OK, SO MAYBE normal is a moving target when you’re a freshman with 1.7 million followers on Instagram. Lee has been on campus five months and has yet to take an in-person class, opting instead for online learning. She avoids going into restaurants and had to stop attending basketball games because the attention was too much.
The gym has always been Lee’s safe space, but after leaving “Dancing with the Stars” and returning to Auburn full-time in the fall, she said she wasn’t motivated to be there. She heard whispers that she didn’t deserve her gold medal — how she wouldn’t have won if Biles hadn’t withdrawn from competition. It made her feel like an impostor.
“The first couple of weeks here … it was like, I didn’t want to do gymnastics, I hated it,” she says.
Eventually, she and coach Jeff Graba had a heart-to-heart. He was sympathetic but firm.
“If you quit,” the coach asked, “what are you going to do with your life?”
Lee had no answer. Gymnastics is her life, and she wasn’t ready to give it up. If anything, she wanted to prove her doubters wrong.
“He helped me flip the switch,” Lee says. “I was like, ‘This is what I needed.'”
If not for Graba, it’s difficult to imagine how this college experiment would have any chance of success. Their families have known one another for years, with Lee attending camps at Auburn from a young age. Graba’s identical twin, Jess, has been Lee’s personal coach for more than a decade. Not only do the brothers look and sound alike, they have the same style of coaching, encouraging frank feedback from their gymnasts.
Their ability to work in tandem is a big reason Lee chose Auburn.
“Because she was my brother’s athlete, our communication happened quickly,” Graba says. “I don’t call it arguing — she’ll call it arguing sometimes — but we have clear communication with each other.”
Seated a few feet away, Lee nods along, grinning.
Graba recalls a discussion with Lee about her bar routine a while back. She was emphatic about her plan, but Graba wanted to simplify things. Unlike the Olympics, college is less about the difficulty of maneuvers as it is execution. So they went back and forth, back and forth, until Graba finally did the math out loud, adding up Lee’s desired routine, which came out to a starting score of 11.5.
If you can’t do better than a 10, Graba reasoned, what’s the point?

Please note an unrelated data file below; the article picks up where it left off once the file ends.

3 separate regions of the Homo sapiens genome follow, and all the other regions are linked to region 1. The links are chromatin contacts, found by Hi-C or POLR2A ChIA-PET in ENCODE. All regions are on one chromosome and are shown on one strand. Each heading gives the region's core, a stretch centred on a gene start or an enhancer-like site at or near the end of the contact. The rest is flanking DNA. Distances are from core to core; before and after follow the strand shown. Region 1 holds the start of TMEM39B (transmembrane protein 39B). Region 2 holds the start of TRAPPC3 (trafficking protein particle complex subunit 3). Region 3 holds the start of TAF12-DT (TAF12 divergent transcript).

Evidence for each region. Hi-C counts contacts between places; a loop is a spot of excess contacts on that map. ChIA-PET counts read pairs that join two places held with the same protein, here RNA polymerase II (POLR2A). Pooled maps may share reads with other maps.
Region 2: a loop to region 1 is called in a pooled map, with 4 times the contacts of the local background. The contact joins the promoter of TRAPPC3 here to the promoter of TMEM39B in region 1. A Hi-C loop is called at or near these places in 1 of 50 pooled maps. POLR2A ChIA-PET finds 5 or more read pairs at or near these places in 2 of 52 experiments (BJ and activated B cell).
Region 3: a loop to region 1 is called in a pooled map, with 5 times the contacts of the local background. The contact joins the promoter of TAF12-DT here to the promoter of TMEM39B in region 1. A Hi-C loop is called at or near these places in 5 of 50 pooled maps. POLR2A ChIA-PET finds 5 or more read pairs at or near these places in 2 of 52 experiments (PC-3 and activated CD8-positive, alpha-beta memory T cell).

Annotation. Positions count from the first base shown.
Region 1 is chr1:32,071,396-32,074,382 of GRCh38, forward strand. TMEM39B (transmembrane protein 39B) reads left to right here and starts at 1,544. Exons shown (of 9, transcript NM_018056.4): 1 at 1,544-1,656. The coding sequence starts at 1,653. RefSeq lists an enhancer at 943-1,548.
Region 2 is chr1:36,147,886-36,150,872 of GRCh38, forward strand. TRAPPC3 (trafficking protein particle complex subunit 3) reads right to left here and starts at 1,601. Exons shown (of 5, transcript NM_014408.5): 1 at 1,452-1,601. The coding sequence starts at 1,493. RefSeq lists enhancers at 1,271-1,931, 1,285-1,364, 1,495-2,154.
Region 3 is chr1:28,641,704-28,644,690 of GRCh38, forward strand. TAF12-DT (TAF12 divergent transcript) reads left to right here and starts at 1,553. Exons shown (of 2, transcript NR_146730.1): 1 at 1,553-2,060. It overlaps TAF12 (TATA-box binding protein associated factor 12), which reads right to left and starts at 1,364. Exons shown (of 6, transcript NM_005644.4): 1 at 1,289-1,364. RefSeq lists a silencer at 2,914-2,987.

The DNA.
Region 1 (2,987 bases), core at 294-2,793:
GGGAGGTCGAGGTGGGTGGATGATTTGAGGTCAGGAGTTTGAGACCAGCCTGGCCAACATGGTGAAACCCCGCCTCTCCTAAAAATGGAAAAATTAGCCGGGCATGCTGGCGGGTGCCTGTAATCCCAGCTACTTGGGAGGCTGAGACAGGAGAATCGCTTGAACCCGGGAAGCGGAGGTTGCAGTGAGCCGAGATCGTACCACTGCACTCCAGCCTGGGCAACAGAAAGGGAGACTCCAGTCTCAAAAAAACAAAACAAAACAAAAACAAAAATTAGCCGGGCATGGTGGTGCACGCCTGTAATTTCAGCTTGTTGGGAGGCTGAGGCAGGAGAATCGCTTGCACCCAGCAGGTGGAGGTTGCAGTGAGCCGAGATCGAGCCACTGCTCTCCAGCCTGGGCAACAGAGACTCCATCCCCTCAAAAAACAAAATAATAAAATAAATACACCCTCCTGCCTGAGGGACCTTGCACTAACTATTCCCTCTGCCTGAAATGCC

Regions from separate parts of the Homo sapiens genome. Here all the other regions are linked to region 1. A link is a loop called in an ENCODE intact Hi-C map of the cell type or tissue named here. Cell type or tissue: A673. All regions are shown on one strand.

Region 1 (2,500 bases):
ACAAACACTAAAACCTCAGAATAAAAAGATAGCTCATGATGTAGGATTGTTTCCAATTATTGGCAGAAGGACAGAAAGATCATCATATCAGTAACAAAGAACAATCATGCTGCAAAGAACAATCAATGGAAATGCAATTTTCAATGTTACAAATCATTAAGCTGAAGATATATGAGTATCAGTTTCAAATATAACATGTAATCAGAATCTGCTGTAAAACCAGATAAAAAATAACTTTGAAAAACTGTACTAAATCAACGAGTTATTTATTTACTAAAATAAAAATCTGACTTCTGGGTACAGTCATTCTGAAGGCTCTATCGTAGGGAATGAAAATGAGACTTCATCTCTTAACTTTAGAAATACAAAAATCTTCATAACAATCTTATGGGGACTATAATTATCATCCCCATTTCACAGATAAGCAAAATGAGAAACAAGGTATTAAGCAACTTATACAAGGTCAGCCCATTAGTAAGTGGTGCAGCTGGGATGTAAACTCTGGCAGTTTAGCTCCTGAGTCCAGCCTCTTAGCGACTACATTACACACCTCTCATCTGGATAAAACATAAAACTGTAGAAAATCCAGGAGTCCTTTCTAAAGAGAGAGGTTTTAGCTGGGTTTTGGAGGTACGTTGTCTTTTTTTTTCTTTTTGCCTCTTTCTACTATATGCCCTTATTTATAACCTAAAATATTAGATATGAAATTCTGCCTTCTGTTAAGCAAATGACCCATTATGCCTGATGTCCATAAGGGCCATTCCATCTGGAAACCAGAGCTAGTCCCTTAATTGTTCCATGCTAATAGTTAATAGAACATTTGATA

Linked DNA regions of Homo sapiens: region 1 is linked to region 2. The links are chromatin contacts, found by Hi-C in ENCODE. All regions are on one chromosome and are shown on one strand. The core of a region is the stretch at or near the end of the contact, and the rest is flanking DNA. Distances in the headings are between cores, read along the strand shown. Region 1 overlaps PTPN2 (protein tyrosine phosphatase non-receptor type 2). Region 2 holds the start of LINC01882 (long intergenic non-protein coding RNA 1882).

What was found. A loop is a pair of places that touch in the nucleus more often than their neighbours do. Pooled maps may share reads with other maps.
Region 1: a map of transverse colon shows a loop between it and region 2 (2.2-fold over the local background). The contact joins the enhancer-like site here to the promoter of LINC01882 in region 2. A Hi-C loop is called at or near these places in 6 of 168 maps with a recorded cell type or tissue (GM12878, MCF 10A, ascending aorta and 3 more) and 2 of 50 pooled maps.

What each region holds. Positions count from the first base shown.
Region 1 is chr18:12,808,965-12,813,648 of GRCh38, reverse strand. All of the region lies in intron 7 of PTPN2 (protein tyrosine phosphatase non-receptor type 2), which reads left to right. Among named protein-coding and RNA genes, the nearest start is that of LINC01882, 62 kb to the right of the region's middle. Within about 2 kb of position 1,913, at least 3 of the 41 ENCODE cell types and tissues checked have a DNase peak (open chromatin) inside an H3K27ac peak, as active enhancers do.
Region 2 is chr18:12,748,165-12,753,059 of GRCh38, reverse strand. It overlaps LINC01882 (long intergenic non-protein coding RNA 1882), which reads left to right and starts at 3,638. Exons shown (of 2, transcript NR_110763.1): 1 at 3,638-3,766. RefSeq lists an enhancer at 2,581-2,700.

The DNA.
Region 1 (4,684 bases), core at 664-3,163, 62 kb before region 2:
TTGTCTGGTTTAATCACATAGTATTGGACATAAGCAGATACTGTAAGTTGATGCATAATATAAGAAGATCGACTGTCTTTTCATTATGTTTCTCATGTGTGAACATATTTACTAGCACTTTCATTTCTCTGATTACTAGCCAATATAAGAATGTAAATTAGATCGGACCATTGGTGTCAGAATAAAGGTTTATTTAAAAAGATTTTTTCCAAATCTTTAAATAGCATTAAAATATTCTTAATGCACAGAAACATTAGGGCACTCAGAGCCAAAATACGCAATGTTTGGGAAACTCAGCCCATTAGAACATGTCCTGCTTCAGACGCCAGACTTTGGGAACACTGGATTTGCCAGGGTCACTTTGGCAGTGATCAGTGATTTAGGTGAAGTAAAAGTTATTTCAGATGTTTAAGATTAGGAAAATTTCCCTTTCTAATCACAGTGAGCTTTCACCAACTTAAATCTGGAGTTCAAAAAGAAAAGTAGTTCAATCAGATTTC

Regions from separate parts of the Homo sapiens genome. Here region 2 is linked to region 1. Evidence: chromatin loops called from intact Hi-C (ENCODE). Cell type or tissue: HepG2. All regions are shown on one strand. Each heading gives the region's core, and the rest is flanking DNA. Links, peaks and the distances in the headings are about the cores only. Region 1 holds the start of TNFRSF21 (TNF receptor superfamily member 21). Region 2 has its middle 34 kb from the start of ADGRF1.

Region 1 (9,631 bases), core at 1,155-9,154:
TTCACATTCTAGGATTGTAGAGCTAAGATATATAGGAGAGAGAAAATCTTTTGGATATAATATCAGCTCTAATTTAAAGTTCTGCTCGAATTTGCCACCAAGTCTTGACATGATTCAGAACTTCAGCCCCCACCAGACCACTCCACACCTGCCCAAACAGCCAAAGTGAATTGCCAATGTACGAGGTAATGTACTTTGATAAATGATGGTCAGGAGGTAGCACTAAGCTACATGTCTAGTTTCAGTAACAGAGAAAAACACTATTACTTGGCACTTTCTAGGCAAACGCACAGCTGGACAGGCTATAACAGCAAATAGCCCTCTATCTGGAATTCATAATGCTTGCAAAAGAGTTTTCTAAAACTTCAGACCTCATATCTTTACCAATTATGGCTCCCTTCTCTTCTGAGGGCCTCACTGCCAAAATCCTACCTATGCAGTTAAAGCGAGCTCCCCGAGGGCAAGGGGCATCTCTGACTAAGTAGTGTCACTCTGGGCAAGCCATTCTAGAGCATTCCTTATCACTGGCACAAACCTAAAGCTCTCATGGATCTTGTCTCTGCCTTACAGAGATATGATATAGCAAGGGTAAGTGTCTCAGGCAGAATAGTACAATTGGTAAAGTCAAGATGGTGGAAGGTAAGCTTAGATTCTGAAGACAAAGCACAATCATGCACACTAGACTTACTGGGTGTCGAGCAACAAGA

Graba says it takes most gymnasts two years to get comfortable enough to have a debate like that.
“That was practice No. 2,” he says. “The first day was stretching and the second day it was on.”
Together — and in partnership with Lee’s agents — they’ve navigated an unusual freshman year, which included leaving for Los Angeles and “Dancing with the Stars” while the rest of the team prepared for the season. Graba says the deal all along was to help facilitate the best experience they could for Lee, so they didn’t fight it. When she has endorsement opportunities, they try to set aside time during the team’s off-days.
Still, it’s a lot to manage — a constant challenge.
“I worry all the time for her,” Graba says. “She’s handled it extremely well, but I don’t think people realize the intense amount of pressure that she’s under.”
“There’s just been so much doubt like, ‘Oh, she shouldn’t have won the Olympics, blah, blah, blah,’ and it really hits my soul,” Lee says of the response to her winning gold in the all around last summer. Jamie Squire/Getty Images
AS LEE’S STAR grew brighter in Tokyo and L.A., her future teammates in Auburn were put in an awkward situation. While they were practicing and building bonds with one another during the long lead-up to the season, their incoming teammate was a mystery: She was out of sight.
Drew Watson, a senior and former All-American, admits there was some trepidation about Lee coming in and how it might impact the team dynamic.
“You don’t want to say she’s like everyone else because she’s not,” Watson says. “She’s just coming off the Olympics. She’s famous. Not saying that other people aren’t, but it’s different.”